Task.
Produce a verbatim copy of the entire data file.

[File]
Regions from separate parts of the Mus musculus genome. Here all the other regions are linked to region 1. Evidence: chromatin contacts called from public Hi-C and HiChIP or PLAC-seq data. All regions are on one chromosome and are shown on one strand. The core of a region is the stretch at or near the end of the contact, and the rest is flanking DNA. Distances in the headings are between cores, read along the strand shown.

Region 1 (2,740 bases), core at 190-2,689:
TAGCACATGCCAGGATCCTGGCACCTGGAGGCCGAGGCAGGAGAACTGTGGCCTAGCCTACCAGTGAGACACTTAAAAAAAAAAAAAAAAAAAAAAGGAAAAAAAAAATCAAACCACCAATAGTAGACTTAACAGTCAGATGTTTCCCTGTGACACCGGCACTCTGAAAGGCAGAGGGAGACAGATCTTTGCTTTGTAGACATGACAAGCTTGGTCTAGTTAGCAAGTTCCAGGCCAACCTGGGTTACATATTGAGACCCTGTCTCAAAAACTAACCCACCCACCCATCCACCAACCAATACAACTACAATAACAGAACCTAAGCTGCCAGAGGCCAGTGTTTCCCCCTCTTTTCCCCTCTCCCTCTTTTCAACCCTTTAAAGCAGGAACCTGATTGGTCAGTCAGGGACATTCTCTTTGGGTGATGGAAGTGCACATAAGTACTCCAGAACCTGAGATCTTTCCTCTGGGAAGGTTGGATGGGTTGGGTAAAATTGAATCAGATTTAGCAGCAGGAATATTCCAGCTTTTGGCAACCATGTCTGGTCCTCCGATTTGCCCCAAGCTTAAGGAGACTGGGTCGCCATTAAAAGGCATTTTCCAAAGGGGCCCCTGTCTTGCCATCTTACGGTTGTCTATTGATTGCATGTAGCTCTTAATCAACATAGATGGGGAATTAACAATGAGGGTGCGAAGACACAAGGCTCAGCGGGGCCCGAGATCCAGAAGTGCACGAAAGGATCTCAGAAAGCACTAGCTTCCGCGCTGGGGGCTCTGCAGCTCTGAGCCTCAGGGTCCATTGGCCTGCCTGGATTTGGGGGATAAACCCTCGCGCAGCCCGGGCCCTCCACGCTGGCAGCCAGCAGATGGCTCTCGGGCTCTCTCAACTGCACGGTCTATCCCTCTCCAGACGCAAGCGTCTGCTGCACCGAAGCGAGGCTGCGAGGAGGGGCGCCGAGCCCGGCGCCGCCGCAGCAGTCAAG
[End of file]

Regions from separate parts of the Mus musculus genome. Here all the other regions are linked to region 1. Evidence: chromatin contacts called from public Hi-C and HiChIP or PLAC-seq data. All regions are on one chromosome and are shown on one strand. The core of a region is the stretch at or near the end of the contact, and the rest is flanking DNA. Distances in the headings are between cores, read along the strand shown.

Region 1 (2,740 bases), core at 190-2,689:
TAGCACATGCCAGGATCCTGGCACCTGGAGGCCGAGGCAGGAGAACTGTGGCCTAGCCTACCAGTGAGACACTTAAAAAAAAAAAAAAAAAAAAAAGGAAAAAAAAAATCAAACCACCAATAGTAGACTTAACAGTCAGATGTTTCCCTGTGACACCGGCACTCTGAAAGGCAGAGGGAGACAGATCTTTGCTTTGTAGACATGACAAGCTTGGTCTAGTTAGCAAGTTCCAGGCCAACCTGGGTTACATATTGAGACCCTGTCTCAAAAACTAACCCACCCACCCATCCACCAACCAATACAACTACAATAACAGAACCTAAGCTGCCAGAGGCCAGTGTTTCCCCCTCTTTTCCCCTCTCCCTCTTTTCAACCCTTTAAAGCAGGAACCTGATTGGTCAGTCAGGGACATTCTCTTTGGGTGATGGAAGTGCACATAAGTACTCCAGAACCTGAGATCTTTCCTCTGGGAAGGTTGGATGGGTTGGGTAAAATTGAATCAGATTTAGCAGCAGGAATATTCCAGCTTTTGGCAACCATGTCTGGTCCTCCGATTTGCCCCAAGCTTAAGGAGACTGGGTCGCCATTAAAAGGCATTTTCCAAAGGGGCCCCTGTCTTGCCATCTTACGGTTGTCTATTGATTGCATGTAGCTCTTAATCAACATAGATGGGGAATTAACAATGAGGGTGCGAAGACACAAGGCTCAGCGGGGCCCGAGATCCAGAAGTGCACGAAAGGATCTCAGAAAGCACTAGCTTCCGCGCTGGGGGCTCTGCAGCTCTGAGCCTCAGGGTCCATTGGCCTGCCTGGATTTGGGGGATAAACCCTCGCGCAGCCCGGGCCCTCCACGCTGGCAGCCAGCAGATGGCTCTCGGGCTCTCTCAACTGCACGGTCTATCCCTCTCCAGACGCAAGCGTCTGCTGCACCGAAGCGAGGCTGCGAGGAGGGGCGCCGAGCCCGGCGCCGCCGCAGCAGTCAAG